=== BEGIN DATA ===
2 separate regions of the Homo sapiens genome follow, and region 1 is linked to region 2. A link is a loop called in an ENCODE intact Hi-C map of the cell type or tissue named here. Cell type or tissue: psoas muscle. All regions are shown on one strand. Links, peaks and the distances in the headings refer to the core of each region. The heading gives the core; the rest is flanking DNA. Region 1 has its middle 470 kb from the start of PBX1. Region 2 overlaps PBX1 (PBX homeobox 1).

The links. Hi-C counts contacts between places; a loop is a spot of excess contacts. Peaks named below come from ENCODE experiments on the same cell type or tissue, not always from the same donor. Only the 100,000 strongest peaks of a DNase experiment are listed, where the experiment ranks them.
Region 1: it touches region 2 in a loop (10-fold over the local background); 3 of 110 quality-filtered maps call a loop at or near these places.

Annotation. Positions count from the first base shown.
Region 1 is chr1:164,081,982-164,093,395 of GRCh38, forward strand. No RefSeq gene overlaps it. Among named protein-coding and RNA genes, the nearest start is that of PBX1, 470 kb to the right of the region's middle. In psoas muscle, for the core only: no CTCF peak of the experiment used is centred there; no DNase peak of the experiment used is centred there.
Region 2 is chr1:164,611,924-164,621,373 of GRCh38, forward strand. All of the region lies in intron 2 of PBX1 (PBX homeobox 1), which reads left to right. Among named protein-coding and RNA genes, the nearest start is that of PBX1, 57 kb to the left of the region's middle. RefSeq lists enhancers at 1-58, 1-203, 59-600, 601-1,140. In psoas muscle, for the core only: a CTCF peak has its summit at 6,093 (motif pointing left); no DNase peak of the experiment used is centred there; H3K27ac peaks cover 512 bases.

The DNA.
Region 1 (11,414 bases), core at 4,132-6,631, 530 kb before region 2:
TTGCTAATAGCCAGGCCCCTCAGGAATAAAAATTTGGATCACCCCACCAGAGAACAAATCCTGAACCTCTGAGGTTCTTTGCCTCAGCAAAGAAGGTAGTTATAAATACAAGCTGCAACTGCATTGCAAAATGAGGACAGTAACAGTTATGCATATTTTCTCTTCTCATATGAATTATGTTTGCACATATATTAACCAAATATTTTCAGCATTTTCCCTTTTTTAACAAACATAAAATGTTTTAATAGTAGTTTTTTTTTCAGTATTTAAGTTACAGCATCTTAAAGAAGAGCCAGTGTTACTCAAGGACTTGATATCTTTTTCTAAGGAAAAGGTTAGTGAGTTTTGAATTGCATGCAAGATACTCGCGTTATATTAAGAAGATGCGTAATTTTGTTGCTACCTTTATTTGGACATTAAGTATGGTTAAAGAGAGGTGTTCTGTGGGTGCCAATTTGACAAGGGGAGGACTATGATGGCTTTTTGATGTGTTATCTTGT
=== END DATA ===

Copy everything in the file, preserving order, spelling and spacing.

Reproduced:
2 separate regions of the Homo sapiens genome follow, and region 1 is linked to region 2. A link is a loop called in an ENCODE intact Hi-C map of the cell type or tissue named here. Cell type or tissue: psoas muscle. All regions are shown on one strand. Links, peaks and the distances in the headings refer to the core of each region. The heading gives the core; the rest is flanking DNA. Region 1 has its middle 470 kb from the start of PBX1. Region 2 overlaps PBX1 (PBX homeobox 1).

The links. Hi-C counts contacts between places; a loop is a spot of excess contacts. Peaks named below come from ENCODE experiments on the same cell type or tissue, not always from the same donor. Only the 100,000 strongest peaks of a DNase experiment are listed, where the experiment ranks them.
Region 1: it touches region 2 in a loop (10-fold over the local background); 3 of 110 quality-filtered maps call a loop at or near these places.

Annotation. Positions count from the first base shown.
Region 1 is chr1:164,081,982-164,093,395 of GRCh38, forward strand. No RefSeq gene overlaps it. Among named protein-coding and RNA genes, the nearest start is that of PBX1, 470 kb to the right of the region's middle. In psoas muscle, for the core only: no CTCF peak of the experiment used is centred there; no DNase peak of the experiment used is centred there.
Region 2 is chr1:164,611,924-164,621,373 of GRCh38, forward strand. All of the region lies in intron 2 of PBX1 (PBX homeobox 1), which reads left to right. Among named protein-coding and RNA genes, the nearest start is that of PBX1, 57 kb to the left of the region's middle. RefSeq lists enhancers at 1-58, 1-203, 59-600, 601-1,140. In psoas muscle, for the core only: a CTCF peak has its summit at 6,093 (motif pointing left); no DNase peak of the experiment used is centred there; H3K27ac peaks cover 512 bases.

The DNA.
Region 1 (11,414 bases), core at 4,132-6,631, 530 kb before region 2:
TTGCTAATAGCCAGGCCCCTCAGGAATAAAAATTTGGATCACCCCACCAGAGAACAAATCCTGAACCTCTGAGGTTCTTTGCCTCAGCAAAGAAGGTAGTTATAAATACAAGCTGCAACTGCATTGCAAAATGAGGACAGTAACAGTTATGCATATTTTCTCTTCTCATATGAATTATGTTTGCACATATATTAACCAAATATTTTCAGCATTTTCCCTTTTTTAACAAACATAAAATGTTTTAATAGTAGTTTTTTTTTCAGTATTTAAGTTACAGCATCTTAAAGAAGAGCCAGTGTTACTCAAGGACTTGATATCTTTTTCTAAGGAAAAGGTTAGTGAGTTTTGAATTGCATGCAAGATACTCGCGTTATATTAAGAAGATGCGTAATTTTGTTGCTACCTTTATTTGGACATTAAGTATGGTTAAAGAGAGGTGTTCTGTGGGTGCCAATTTGACAAGGGGAGGACTATGATGGCTTTTTGATGTGTTATCTTGT